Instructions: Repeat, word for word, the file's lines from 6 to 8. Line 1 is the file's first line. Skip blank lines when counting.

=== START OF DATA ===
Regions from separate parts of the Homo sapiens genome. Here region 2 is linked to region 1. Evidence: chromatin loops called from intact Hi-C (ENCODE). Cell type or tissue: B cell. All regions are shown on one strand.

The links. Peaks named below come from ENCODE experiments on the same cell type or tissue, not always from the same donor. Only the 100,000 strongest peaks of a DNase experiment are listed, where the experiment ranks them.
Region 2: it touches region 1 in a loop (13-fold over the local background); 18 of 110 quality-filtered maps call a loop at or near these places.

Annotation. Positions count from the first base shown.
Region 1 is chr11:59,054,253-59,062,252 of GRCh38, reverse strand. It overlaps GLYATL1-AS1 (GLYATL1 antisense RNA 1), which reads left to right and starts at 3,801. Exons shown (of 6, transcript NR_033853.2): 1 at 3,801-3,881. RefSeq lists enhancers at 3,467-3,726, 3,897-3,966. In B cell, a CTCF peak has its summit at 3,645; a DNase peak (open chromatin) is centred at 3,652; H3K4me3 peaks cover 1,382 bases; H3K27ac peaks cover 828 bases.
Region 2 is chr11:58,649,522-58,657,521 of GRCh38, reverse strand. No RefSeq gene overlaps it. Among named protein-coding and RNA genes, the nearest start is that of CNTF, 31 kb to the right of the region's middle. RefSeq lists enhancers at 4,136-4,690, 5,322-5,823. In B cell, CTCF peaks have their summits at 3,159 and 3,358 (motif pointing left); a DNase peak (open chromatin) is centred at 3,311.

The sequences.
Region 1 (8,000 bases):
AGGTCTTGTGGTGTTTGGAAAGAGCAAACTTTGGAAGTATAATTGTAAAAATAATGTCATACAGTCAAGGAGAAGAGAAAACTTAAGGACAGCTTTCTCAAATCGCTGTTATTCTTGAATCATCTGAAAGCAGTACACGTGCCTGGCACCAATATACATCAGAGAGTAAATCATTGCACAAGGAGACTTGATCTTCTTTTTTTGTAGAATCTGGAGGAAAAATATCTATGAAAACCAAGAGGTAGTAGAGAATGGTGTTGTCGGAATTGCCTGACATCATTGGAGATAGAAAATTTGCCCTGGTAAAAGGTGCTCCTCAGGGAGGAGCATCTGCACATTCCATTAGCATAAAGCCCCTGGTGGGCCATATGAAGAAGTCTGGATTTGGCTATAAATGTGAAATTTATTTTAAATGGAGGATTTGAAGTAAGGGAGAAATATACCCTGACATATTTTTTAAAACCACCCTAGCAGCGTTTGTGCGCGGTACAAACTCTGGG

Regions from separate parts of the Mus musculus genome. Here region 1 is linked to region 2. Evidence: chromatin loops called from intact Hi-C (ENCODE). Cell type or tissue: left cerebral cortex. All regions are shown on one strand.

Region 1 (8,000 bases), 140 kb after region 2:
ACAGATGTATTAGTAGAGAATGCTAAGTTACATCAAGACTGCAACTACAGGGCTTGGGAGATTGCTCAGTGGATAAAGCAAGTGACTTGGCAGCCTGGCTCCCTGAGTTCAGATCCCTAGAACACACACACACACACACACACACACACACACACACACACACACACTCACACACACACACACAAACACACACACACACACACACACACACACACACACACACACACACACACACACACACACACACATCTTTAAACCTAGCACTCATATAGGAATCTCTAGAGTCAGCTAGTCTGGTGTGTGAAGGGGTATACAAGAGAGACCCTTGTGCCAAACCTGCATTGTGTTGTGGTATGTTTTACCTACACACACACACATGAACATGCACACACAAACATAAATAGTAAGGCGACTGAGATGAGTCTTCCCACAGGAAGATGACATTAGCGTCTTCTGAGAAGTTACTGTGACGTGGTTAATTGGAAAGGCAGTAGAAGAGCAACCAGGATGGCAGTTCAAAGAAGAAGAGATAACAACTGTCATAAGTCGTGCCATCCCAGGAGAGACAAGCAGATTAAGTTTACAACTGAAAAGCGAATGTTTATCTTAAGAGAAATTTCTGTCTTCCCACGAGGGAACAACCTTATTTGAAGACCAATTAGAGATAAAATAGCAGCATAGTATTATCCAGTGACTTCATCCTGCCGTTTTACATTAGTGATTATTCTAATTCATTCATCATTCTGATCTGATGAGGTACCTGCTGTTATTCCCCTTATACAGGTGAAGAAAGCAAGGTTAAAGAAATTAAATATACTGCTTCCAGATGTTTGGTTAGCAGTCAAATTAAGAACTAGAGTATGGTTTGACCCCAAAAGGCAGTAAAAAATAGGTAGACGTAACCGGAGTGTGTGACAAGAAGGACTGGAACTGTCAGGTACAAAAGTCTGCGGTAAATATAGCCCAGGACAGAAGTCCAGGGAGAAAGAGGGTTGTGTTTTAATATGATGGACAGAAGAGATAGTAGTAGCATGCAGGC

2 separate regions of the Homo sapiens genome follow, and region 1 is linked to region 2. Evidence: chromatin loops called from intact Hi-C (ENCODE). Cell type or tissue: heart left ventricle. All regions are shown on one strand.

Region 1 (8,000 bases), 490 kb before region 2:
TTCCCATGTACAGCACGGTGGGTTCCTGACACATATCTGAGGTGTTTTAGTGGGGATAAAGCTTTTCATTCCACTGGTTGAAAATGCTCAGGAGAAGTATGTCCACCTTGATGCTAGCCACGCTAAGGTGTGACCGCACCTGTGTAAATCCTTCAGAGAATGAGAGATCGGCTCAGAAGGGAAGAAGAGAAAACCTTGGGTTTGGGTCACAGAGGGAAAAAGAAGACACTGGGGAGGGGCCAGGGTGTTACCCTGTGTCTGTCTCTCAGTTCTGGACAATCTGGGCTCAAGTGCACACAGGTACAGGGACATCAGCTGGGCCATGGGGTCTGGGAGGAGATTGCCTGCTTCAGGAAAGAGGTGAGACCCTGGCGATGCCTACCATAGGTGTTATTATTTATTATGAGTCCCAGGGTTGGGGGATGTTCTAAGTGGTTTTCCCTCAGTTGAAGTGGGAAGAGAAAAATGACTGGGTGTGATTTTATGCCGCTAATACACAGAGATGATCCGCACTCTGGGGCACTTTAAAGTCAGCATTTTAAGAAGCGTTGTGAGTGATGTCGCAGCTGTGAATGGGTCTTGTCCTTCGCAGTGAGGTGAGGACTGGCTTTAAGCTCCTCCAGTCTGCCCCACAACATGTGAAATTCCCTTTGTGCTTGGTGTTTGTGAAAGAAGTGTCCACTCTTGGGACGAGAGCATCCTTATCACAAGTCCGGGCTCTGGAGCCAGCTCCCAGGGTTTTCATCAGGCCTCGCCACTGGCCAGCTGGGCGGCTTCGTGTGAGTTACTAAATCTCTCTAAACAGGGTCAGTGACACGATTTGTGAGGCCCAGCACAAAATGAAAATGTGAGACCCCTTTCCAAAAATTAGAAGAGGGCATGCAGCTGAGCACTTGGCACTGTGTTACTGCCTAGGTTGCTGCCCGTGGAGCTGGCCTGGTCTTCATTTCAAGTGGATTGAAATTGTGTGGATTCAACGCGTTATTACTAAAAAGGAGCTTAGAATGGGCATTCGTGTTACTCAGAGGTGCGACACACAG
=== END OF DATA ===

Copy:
Region 2 is chr11:58,649,522-58,657,521 of GRCh38, reverse strand. No RefSeq gene overlaps it. Among named protein-coding and RNA genes, the nearest start is that of CNTF, 31 kb to the right of the region's middle. RefSeq lists enhancers at 4,136-4,690, 5,322-5,823. In B cell, CTCF peaks have their summits at 3,159 and 3,358 (motif pointing left); a DNase peak (open chromatin) is centred at 3,311.

The sequences.
Region 1 (8,000 bases):